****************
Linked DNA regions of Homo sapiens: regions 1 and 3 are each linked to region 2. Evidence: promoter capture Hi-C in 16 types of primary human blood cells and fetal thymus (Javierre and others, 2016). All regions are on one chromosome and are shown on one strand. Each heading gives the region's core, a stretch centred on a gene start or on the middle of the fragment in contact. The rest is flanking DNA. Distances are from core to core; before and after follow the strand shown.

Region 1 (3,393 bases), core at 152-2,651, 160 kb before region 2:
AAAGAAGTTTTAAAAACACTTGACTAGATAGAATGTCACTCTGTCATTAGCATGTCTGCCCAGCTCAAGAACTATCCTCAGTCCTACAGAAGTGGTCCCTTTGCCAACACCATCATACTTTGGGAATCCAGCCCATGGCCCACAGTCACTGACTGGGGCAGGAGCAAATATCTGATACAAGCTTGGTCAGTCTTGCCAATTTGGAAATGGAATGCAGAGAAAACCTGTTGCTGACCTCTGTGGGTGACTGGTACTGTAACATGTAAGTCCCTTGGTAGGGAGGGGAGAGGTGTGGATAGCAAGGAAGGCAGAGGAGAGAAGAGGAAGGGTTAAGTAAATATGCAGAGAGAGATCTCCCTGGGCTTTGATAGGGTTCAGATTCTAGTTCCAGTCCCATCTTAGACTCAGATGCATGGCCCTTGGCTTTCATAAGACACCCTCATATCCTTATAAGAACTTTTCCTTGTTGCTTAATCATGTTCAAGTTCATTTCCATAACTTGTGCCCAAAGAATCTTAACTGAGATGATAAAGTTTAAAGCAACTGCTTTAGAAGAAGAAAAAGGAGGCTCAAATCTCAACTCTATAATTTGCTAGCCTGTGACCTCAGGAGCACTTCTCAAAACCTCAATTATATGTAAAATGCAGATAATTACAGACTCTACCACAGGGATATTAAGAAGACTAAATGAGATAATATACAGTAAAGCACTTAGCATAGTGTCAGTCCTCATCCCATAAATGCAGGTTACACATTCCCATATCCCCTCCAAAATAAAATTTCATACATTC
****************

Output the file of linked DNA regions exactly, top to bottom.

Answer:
Linked DNA regions of Homo sapiens: regions 1 and 3 are each linked to region 2. Evidence: promoter capture Hi-C in 16 types of primary human blood cells and fetal thymus (Javierre and others, 2016). All regions are on one chromosome and are shown on one strand. Each heading gives the region's core, a stretch centred on a gene start or on the middle of the fragment in contact. The rest is flanking DNA. Distances are from core to core; before and after follow the strand shown.

Region 1 (3,393 bases), core at 152-2,651, 160 kb before region 2:
AAAGAAGTTTTAAAAACACTTGACTAGATAGAATGTCACTCTGTCATTAGCATGTCTGCCCAGCTCAAGAACTATCCTCAGTCCTACAGAAGTGGTCCCTTTGCCAACACCATCATACTTTGGGAATCCAGCCCATGGCCCACAGTCACTGACTGGGGCAGGAGCAAATATCTGATACAAGCTTGGTCAGTCTTGCCAATTTGGAAATGGAATGCAGAGAAAACCTGTTGCTGACCTCTGTGGGTGACTGGTACTGTAACATGTAAGTCCCTTGGTAGGGAGGGGAGAGGTGTGGATAGCAAGGAAGGCAGAGGAGAGAAGAGGAAGGGTTAAGTAAATATGCAGAGAGAGATCTCCCTGGGCTTTGATAGGGTTCAGATTCTAGTTCCAGTCCCATCTTAGACTCAGATGCATGGCCCTTGGCTTTCATAAGACACCCTCATATCCTTATAAGAACTTTTCCTTGTTGCTTAATCATGTTCAAGTTCATTTCCATAACTTGTGCCCAAAGAATCTTAACTGAGATGATAAAGTTTAAAGCAACTGCTTTAGAAGAAGAAAAAGGAGGCTCAAATCTCAACTCTATAATTTGCTAGCCTGTGACCTCAGGAGCACTTCTCAAAACCTCAATTATATGTAAAATGCAGATAATTACAGACTCTACCACAGGGATATTAAGAAGACTAAATGAGATAATATACAGTAAAGCACTTAGCATAGTGTCAGTCCTCATCCCATAAATGCAGGTTACACATTCCCATATCCCCTCCAAAATAAAATTTCATACATTC